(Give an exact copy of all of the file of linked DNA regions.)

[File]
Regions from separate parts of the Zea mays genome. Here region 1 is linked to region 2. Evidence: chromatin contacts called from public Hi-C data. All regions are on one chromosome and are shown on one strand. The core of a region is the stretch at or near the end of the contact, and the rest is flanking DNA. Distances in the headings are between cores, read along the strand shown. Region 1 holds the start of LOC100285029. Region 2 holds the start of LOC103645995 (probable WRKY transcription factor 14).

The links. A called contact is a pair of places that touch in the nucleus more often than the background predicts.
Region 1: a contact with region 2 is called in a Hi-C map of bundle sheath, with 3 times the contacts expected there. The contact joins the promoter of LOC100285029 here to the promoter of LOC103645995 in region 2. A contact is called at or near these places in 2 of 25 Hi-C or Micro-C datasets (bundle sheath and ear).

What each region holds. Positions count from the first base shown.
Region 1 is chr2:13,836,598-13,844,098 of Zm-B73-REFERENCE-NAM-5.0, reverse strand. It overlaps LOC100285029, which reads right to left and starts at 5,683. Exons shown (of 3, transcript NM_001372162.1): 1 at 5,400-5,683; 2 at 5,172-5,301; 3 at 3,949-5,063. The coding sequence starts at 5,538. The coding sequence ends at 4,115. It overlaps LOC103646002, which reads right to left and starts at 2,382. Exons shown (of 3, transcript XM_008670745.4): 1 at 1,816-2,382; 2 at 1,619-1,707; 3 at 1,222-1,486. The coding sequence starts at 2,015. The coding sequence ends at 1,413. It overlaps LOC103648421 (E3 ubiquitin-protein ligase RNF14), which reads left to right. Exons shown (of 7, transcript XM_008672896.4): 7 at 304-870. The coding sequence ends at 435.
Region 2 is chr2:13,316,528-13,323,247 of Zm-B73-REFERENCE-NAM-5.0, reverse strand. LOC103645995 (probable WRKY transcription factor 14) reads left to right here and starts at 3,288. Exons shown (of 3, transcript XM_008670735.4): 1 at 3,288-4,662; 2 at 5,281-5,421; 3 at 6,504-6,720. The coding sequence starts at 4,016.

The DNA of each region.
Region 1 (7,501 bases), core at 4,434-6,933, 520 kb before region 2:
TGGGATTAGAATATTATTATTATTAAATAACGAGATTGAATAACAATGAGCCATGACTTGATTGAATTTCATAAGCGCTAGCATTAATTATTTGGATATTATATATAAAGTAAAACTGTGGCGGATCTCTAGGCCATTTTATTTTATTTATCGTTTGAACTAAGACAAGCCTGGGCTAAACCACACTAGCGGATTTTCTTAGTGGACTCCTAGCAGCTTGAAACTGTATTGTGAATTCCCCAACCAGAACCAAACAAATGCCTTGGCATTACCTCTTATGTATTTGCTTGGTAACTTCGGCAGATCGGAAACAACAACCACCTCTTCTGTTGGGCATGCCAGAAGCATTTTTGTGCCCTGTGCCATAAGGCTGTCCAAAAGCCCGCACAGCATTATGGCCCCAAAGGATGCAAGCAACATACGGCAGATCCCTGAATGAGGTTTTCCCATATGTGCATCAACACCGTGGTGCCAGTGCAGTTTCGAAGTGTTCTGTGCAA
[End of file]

Regions from separate parts of the Zea mays genome. Here region 1 is linked to region 2. Evidence: chromatin contacts called from public Hi-C data. All regions are on one chromosome and are shown on one strand. The core of a region is the stretch at or near the end of the contact, and the rest is flanking DNA. Distances in the headings are between cores, read along the strand shown. Region 1 holds the start of LOC100285029. Region 2 holds the start of LOC103645995 (probable WRKY transcription factor 14).

The links. A called contact is a pair of places that touch in the nucleus more often than the background predicts.
Region 1: a contact with region 2 is called in a Hi-C map of bundle sheath, with 3 times the contacts expected there. The contact joins the promoter of LOC100285029 here to the promoter of LOC103645995 in region 2. A contact is called at or near these places in 2 of 25 Hi-C or Micro-C datasets (bundle sheath and ear).

What each region holds. Positions count from the first base shown.
Region 1 is chr2:13,836,598-13,844,098 of Zm-B73-REFERENCE-NAM-5.0, reverse strand. It overlaps LOC100285029, which reads right to left and starts at 5,683. Exons shown (of 3, transcript NM_001372162.1): 1 at 5,400-5,683; 2 at 5,172-5,301; 3 at 3,949-5,063. The coding sequence starts at 5,538. The coding sequence ends at 4,115. It overlaps LOC103646002, which reads right to left and starts at 2,382. Exons shown (of 3, transcript XM_008670745.4): 1 at 1,816-2,382; 2 at 1,619-1,707; 3 at 1,222-1,486. The coding sequence starts at 2,015. The coding sequence ends at 1,413. It overlaps LOC103648421 (E3 ubiquitin-protein ligase RNF14), which reads left to right. Exons shown (of 7, transcript XM_008672896.4): 7 at 304-870. The coding sequence ends at 435.
Region 2 is chr2:13,316,528-13,323,247 of Zm-B73-REFERENCE-NAM-5.0, reverse strand. LOC103645995 (probable WRKY transcription factor 14) reads left to right here and starts at 3,288. Exons shown (of 3, transcript XM_008670735.4): 1 at 3,288-4,662; 2 at 5,281-5,421; 3 at 6,504-6,720. The coding sequence starts at 4,016.

The DNA of each region.
Region 1 (7,501 bases), core at 4,434-6,933, 520 kb before region 2:
TGGGATTAGAATATTATTATTATTAAATAACGAGATTGAATAACAATGAGCCATGACTTGATTGAATTTCATAAGCGCTAGCATTAATTATTTGGATATTATATATAAAGTAAAACTGTGGCGGATCTCTAGGCCATTTTATTTTATTTATCGTTTGAACTAAGACAAGCCTGGGCTAAACCACACTAGCGGATTTTCTTAGTGGACTCCTAGCAGCTTGAAACTGTATTGTGAATTCCCCAACCAGAACCAAACAAATGCCTTGGCATTACCTCTTATGTATTTGCTTGGTAACTTCGGCAGATCGGAAACAACAACCACCTCTTCTGTTGGGCATGCCAGAAGCATTTTTGTGCCCTGTGCCATAAGGCTGTCCAAAAGCCCGCACAGCATTATGGCCCCAAAGGATGCAAGCAACATACGGCAGATCCCTGAATGAGGTTTTCCCATATGTGCATCAACACCGTGGTGCCAGTGCAGTTTCGAAGTGTTCTGTGCAA